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by Abigail Van Buren

Lying in the Name of Love Has Hateful Consequences

DEAR ABBY: I have read your column every day for years. Your recent reply to "Waiting for Frank" was right on line, but you omitted one important thing -- how lying and sneaking around is, in itself, detrimental to a person. Frank had promised to make up for all their lying and sneaking around. This kind of behavior changes one, and becomes a part of a person that can never be "made up for."

Thank goodness I had sense enough to know this years ago, when I was a married woman with children and fell in love with a married man who also had children. I knew that lying and sneaking around would change us as people, and realized the damage we could cause our families. Although we were deeply in love, we chose to let our heads rule over our hearts -- and we did not have an affair.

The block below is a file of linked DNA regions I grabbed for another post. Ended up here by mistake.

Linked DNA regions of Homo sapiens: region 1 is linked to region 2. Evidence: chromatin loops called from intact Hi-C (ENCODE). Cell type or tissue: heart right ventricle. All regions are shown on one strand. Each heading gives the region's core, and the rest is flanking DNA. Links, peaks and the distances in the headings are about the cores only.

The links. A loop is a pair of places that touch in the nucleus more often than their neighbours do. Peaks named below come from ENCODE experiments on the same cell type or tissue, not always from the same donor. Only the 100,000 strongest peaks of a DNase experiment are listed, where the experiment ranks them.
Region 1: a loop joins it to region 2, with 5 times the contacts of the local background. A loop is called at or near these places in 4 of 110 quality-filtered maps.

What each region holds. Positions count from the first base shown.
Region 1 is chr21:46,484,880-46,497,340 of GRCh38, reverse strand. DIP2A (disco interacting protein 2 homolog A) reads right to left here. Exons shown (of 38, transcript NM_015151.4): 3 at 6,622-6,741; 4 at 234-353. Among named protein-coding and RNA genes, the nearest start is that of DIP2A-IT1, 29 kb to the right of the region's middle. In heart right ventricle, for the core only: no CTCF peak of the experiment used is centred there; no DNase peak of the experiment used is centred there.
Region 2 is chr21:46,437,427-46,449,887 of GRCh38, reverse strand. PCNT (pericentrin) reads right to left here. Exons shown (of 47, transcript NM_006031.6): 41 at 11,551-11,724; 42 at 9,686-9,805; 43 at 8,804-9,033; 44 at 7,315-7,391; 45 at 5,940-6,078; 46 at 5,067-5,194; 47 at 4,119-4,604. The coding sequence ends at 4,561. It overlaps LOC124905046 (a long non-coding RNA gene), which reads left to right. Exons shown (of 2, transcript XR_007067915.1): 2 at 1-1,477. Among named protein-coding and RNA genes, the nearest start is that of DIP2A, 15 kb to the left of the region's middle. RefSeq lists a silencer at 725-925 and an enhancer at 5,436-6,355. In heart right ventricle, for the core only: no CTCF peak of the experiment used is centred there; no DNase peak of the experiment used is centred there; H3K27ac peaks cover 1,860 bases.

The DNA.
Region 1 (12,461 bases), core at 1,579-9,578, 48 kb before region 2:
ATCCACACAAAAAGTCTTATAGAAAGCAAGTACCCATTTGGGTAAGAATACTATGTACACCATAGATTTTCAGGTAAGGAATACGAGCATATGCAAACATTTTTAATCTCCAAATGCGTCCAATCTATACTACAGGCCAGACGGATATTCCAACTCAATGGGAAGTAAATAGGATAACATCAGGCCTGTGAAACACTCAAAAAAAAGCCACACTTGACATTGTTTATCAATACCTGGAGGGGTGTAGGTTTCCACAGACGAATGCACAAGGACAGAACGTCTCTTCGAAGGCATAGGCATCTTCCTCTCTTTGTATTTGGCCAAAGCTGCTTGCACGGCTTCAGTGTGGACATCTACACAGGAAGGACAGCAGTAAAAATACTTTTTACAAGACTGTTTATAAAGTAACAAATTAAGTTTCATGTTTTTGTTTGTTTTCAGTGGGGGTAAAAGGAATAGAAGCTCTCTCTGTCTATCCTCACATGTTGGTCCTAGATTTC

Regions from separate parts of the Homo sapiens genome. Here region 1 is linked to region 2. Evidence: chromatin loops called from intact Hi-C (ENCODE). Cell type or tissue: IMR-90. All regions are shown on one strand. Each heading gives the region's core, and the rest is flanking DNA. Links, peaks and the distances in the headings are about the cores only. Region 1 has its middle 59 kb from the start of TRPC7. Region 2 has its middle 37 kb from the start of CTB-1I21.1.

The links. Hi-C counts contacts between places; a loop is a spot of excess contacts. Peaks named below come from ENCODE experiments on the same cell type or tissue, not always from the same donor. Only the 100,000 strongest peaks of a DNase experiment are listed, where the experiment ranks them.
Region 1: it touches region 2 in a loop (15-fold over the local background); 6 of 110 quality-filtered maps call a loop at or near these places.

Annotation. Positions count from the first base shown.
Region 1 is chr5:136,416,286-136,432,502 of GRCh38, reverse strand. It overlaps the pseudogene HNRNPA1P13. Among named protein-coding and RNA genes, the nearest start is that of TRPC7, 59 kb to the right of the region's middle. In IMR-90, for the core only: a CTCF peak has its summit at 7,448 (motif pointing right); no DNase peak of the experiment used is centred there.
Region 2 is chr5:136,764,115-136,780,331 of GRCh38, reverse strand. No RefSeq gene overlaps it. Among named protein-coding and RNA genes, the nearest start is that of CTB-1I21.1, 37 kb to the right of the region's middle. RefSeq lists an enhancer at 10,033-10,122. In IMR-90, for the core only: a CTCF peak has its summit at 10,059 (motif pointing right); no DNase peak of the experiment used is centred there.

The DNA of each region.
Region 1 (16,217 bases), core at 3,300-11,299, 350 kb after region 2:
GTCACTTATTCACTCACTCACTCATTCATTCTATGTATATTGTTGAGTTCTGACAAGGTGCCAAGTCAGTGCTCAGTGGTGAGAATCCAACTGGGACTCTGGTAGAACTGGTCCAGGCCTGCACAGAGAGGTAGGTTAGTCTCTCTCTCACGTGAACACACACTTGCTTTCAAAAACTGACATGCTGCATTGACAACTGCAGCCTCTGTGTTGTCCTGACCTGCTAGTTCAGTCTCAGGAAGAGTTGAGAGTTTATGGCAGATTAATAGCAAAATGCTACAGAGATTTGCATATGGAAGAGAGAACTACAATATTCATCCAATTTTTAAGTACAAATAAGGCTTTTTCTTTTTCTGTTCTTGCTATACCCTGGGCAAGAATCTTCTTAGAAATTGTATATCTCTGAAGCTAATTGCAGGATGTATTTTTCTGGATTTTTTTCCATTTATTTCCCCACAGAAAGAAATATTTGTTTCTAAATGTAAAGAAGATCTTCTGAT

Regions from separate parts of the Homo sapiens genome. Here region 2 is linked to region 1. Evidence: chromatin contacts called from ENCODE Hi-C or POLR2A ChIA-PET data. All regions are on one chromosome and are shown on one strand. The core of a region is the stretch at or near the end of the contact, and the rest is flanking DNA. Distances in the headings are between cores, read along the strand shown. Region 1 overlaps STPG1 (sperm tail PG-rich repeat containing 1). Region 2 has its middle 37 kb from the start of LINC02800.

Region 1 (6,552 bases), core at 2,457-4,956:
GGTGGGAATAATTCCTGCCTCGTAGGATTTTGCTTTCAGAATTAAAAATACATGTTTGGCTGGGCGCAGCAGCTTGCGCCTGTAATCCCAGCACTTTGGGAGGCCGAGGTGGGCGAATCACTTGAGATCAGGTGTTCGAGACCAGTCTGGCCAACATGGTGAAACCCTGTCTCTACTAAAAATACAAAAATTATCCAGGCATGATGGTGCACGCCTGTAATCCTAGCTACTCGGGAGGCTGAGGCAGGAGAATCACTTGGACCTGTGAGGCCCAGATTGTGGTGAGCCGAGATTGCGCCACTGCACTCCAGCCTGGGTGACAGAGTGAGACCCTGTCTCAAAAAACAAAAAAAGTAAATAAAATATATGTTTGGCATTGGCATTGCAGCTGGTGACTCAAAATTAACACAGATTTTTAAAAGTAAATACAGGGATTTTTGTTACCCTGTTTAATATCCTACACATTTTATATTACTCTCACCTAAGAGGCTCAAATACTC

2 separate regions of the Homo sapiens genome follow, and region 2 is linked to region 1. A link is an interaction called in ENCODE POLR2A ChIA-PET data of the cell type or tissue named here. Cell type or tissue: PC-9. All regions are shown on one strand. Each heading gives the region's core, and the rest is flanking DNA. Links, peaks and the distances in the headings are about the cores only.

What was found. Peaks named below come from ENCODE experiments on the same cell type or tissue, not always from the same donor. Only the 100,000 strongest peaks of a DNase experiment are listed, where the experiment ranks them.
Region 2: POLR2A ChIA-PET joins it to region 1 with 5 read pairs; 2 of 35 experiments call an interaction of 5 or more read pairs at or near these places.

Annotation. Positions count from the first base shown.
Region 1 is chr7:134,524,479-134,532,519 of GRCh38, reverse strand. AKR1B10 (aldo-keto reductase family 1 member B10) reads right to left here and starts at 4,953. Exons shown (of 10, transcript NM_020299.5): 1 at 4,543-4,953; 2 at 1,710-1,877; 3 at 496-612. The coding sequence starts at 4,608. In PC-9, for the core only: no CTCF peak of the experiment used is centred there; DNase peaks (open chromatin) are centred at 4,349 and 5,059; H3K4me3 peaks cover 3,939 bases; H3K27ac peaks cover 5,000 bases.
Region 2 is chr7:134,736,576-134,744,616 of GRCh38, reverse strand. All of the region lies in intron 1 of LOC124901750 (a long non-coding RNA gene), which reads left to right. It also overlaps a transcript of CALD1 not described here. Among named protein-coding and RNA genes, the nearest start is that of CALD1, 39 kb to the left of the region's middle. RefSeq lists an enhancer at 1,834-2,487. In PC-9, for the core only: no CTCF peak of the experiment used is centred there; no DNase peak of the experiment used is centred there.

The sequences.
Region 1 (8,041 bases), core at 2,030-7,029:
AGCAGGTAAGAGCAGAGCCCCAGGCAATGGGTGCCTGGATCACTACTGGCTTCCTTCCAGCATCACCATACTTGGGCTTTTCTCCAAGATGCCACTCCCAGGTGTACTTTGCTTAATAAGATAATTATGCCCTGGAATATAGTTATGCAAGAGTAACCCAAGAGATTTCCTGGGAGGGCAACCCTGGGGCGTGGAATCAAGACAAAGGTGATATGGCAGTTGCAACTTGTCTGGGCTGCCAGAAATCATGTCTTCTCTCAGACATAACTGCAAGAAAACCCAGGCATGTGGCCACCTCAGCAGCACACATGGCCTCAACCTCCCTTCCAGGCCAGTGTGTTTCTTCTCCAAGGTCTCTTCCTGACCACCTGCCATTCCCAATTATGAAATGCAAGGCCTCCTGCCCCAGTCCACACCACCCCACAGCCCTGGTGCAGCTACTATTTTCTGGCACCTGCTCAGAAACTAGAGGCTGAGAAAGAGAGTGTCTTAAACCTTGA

I do not mean to preach. Although we chose not to have an affair, I now have more compassion for people who are not strong enough to resist the temptation. I realize that in a weak moment, it could have happened to us.

It is certainly better to have loved and lost than never to have loved at all. The love we shared has enriched and sustained my life in many ways, but I am grateful that we did not succumb to the temptation to have an affair. -- HEAD OVER HEART

DEAR HEAD OVER HEART: If more people behaved as you did, I would be out of business. You are very wise. It's better to have used your head than to have bruised your heart and shattered your marriage.